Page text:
Jump to content
Slate Blackcurrant Watermelon Strawberry Orange Banana Apple Emerald Chocolate Marble
Slate Blackcurrant Watermelon Strawberry Orange Banana Apple Emerald Chocolate Marble
Sign in to follow this  
robert-youheartbreaker

Houses of the Holy photoshoot

Recommended Posts

Hey guys,

So I saw this picture some time ago and always assumed that man is Robert, but now I'm not so sure and I just can't seem to find any information on this. Every article I read about the Houses of the holy photo shoot only concerns the children but never says anything about the grown-up models.
Does anybody know something about this?

tumblr_inline_nq9ju38GHq1t851wa_540.jpg

Share this post


Link to post
Share on other sites

Welcome and not sure what you mean by adults.... but here is one thread and there are a few more as well. I found several by using the search function:-)

http://forums.ledzeppelin.com/index.php?/topic/17888-see-the-led-zeppelin-houses-of-the-holy-album-cover-child-models-all-grown-up/?hl=%2Balbum+%2Bcover+%2Bhouses+%2Bof+%2Bthe+%2Bholy

Edit to add: another thread:-)

http://forums.ledzeppelin.com/index.php?/topic/22287-new-hipgnosis-book/?hl=%2Bhipgnosis+%2Bnew+%2Bbook

Edited by Deborah J

Share this post


Link to post
Share on other sites

Robert-YHB. I am new to the forum myself and read the threads provided by Deborah. I think the images in the picture you provided look cut and paste. There were adult models (I believe) at the original photo shoot so some images might have been taken.

I also thought that could be Robert but whether that is the case is anyone's guess.

Share this post


Link to post
Share on other sites

Powell: I got a phone call from Jimmy Page, asking if Hipgnosis was interested in designing a cover for Houses of The Holy
I agreed, and asked to hear the music and see the lyrics. He said, "No, just turn up in a few weeks with some ideas."

'The Dark Side of the Moon' sold 65 million copies. A billion people have probably seen that image.

When we showed up, Storm and I basically just had a sketch on a napkin. That’s how we did things in those days. Not very high-tech.
The sketch was from an idea that came from science fiction writer Arthur C. Clarke’s novel At Childhood’s End. At the end of the book,
all the kids in the world go up into space in an enormous column of gold fire. I drew that on a napkin and Jimmy Page loved the idea.
Then Robert Plant suggested we find some "interesting rocks," and I said, "How about we go to the Giant’s Causeway in Ireland?"
They gave us carte blanche to shoot there for as long as we wanted, even though it would be expensive. At that time,
bands had all the creative power—more power than record companies.

We went with a family—three adults, two kids, up on the rocks—and it poured rain for five days. It was absolutely miserable.
I needed to make this cover extraordinary, but there was no chance of sunshine. The photos we took were in black and white,
in the pouring rain. Each album cover had a totally unique design process.

Finally, I decided to cut each individual child out from the various black and white photographs and created a montage.
I hand-tinted it in bright orange and gold and red, rich colors, with 11 gorgeous children running up these octagonal rocks.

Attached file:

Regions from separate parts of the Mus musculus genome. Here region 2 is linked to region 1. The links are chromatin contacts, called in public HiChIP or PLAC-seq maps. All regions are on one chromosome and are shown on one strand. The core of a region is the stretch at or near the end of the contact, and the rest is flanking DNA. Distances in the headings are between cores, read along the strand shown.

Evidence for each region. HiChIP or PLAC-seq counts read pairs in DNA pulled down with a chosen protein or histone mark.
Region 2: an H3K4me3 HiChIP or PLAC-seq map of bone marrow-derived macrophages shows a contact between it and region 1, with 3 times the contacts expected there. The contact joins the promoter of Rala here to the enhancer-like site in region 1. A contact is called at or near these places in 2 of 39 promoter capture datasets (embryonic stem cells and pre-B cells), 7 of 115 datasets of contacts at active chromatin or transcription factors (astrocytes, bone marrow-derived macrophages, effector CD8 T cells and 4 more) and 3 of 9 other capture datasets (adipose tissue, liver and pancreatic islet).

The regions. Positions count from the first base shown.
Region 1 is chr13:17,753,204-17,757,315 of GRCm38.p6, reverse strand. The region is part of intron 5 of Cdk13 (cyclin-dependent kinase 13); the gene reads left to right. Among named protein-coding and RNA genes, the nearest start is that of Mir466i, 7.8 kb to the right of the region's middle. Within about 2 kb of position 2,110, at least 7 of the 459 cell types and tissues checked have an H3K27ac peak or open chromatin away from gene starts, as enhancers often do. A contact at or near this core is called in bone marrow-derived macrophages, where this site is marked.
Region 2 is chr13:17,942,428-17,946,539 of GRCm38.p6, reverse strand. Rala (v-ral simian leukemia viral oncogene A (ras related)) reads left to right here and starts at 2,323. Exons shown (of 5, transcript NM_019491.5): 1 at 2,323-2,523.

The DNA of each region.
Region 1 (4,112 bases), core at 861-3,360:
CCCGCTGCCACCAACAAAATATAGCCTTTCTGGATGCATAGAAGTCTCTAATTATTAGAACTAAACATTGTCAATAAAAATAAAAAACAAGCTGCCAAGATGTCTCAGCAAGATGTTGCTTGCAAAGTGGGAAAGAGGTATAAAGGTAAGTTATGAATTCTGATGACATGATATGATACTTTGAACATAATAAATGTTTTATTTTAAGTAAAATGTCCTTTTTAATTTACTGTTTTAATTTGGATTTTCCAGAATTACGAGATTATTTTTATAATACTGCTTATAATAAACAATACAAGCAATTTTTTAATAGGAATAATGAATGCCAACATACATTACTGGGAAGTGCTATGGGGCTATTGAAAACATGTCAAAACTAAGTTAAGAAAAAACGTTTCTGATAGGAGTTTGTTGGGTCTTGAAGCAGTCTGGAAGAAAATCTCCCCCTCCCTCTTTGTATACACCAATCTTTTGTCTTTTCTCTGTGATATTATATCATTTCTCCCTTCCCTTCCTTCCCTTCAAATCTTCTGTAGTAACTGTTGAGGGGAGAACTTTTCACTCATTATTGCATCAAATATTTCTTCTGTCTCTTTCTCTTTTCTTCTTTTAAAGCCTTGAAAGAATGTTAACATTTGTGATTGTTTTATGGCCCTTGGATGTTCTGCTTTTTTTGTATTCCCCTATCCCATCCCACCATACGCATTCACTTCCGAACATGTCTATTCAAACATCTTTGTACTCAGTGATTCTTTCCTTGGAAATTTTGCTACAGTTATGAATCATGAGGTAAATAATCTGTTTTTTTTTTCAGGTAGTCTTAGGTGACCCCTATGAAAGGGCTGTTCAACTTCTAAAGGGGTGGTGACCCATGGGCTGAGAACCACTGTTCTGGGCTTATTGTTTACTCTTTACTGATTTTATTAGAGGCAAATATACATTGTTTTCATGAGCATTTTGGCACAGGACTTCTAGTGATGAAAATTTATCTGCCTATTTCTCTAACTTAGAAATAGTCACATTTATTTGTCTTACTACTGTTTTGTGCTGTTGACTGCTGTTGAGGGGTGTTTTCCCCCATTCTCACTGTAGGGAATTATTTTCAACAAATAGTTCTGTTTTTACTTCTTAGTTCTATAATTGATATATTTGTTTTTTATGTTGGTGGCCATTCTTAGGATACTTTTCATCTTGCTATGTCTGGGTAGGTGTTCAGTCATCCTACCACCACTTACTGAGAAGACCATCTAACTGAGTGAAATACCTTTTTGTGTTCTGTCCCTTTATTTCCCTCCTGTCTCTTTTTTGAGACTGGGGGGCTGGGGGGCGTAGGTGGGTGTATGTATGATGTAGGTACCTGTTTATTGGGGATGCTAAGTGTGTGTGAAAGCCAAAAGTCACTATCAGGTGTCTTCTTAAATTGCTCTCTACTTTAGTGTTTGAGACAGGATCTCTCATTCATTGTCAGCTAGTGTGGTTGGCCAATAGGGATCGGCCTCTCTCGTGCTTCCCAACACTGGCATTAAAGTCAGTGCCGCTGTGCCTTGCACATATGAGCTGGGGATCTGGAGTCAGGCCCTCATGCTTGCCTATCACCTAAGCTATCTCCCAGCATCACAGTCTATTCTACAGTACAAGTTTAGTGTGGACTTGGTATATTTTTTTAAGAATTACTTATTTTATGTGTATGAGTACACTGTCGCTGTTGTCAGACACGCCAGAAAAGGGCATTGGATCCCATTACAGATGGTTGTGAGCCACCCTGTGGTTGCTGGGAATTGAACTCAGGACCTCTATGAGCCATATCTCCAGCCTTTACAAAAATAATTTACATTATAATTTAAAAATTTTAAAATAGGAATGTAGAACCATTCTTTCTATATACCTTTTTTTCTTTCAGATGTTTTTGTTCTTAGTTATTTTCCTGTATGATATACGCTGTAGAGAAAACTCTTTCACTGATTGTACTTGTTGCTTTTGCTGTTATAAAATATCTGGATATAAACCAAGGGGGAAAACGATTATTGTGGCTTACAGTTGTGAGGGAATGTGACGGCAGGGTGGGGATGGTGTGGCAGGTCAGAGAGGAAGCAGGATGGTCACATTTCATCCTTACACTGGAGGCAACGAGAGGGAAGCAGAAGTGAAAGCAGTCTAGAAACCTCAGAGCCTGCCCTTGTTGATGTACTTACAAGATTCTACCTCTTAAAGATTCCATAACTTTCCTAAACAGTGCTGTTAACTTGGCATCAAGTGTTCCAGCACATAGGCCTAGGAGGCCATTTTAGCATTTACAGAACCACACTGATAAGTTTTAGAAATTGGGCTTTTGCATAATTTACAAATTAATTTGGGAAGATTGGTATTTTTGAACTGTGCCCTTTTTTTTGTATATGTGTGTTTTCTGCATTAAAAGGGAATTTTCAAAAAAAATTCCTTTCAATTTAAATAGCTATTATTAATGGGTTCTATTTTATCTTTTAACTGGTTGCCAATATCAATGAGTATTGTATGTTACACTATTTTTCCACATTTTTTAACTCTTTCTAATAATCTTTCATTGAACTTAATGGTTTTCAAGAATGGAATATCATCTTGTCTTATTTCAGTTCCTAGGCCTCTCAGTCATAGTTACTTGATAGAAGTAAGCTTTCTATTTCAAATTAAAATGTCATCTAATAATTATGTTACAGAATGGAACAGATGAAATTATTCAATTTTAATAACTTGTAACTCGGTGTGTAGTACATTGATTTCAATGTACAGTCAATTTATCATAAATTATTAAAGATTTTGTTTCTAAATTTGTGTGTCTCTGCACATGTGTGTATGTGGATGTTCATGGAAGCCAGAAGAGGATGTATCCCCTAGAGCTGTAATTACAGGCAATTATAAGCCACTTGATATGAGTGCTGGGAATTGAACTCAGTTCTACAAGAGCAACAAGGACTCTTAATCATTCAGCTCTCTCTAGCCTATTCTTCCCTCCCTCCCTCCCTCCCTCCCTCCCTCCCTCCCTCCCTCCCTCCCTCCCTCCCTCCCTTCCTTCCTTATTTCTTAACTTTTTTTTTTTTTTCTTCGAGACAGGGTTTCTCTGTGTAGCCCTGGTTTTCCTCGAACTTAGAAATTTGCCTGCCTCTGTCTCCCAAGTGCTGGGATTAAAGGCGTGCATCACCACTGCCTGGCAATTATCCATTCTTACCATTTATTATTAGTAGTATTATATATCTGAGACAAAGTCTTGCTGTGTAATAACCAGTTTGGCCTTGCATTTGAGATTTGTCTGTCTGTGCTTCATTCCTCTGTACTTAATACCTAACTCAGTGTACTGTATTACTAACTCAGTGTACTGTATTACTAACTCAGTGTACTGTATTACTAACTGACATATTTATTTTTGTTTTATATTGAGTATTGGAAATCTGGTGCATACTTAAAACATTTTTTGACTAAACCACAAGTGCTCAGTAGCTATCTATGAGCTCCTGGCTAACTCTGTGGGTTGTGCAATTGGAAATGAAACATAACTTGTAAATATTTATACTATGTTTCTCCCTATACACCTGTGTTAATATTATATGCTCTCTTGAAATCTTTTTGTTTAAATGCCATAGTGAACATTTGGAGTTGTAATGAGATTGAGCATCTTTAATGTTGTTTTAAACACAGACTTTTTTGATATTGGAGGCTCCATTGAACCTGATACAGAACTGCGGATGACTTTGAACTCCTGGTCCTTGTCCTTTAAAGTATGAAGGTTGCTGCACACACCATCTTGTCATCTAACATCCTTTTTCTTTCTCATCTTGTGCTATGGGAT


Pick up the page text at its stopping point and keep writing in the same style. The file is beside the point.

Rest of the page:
The image is completely made up. That’s the cover you buy in record stores. I put the original black-and-white photos in this book
because no one's ever seen them before. I’ll always remember when I showed the final cover to Jimmy Page in the parking lot of a train station
in England as he was returning home from tour. I opened up the car trunk, and there was the artwork.
He said, "That looks incredible—that thing will gather a crowd." Within 10 minutes, 200 people were gathered round, looking in the car trunk
and at Jimmy Page, dressed in all his finery with long hair and a lot of jewelry.

Share this post


Link to post
Share on other sites

Powell: I got a phone call from Jimmy Page, asking if Hipgnosis was interested in designing a cover for Houses of The Holy

I agreed, and asked to hear the music and see the lyrics. He said, "No, just turn up in a few weeks with some ideas."

'The Dark Side of the Moon' sold 65 million copies. A billion people have probably seen that image.

When we showed up, Storm and I basically just had a sketch on a napkin. That’s how we did things in those days. Not very high-tech.

The sketch was from an idea that came from science fiction writer Arthur C. Clarke’s novel At Childhood’s End. At the end of the book,

all the kids in the world go up into space in an enormous column of gold fire. I drew that on a napkin and Jimmy Page loved the idea.

Then Robert Plant suggested we find some "interesting rocks," and I said, "How about we go to the Giant’s Causeway in Ireland?"

They gave us carte blanche to shoot there for as long as we wanted, even though it would be expensive. At that time,

bands had all the creative power—more power than record companies.

We went with a family—three adults, two kids, up on the rocks—and it poured rain for five days. It was absolutely miserable.

I needed to make this cover extraordinary, but there was no chance of sunshine. The photos we took were in black and white,

in the pouring rain. Each album cover had a totally unique design process.

Finally, I decided to cut each individual child out from the various black and white photographs and created a montage.

I hand-tinted it in bright orange and gold and red, rich colors, with 11 gorgeous children running up these octagonal rocks.

The image is completely made up. That’s the cover you buy in record stores. I put the original black-and-white photos in this book

because no one's ever seen them before. I’ll always remember when I showed the final cover to Jimmy Page in the parking lot of a train station

in England as he was returning home from tour. I opened up the car trunk, and there was the artwork.

He said, "That looks incredible—that thing will gather a crowd." Within 10 minutes, 200 people were gathered round, looking in the car trunk

and at Jimmy Page, dressed in all his finery with long hair and a lot of jewelry.

I love hearing stories like that.

Share this post


Link to post
Share on other sites

Powell: I got a phone call from Jimmy Page, asking if Hipgnosis was interested in designing a cover for Houses of The Holy

I agreed, and asked to hear the music and see the lyrics. He said, "No, just turn up in a few weeks with some ideas."

'The Dark Side of the Moon' sold 65 million copies. A billion people have probably seen that image.

When we showed up, Storm and I basically just had a sketch on a napkin. That’s how we did things in those days. Not very high-tech.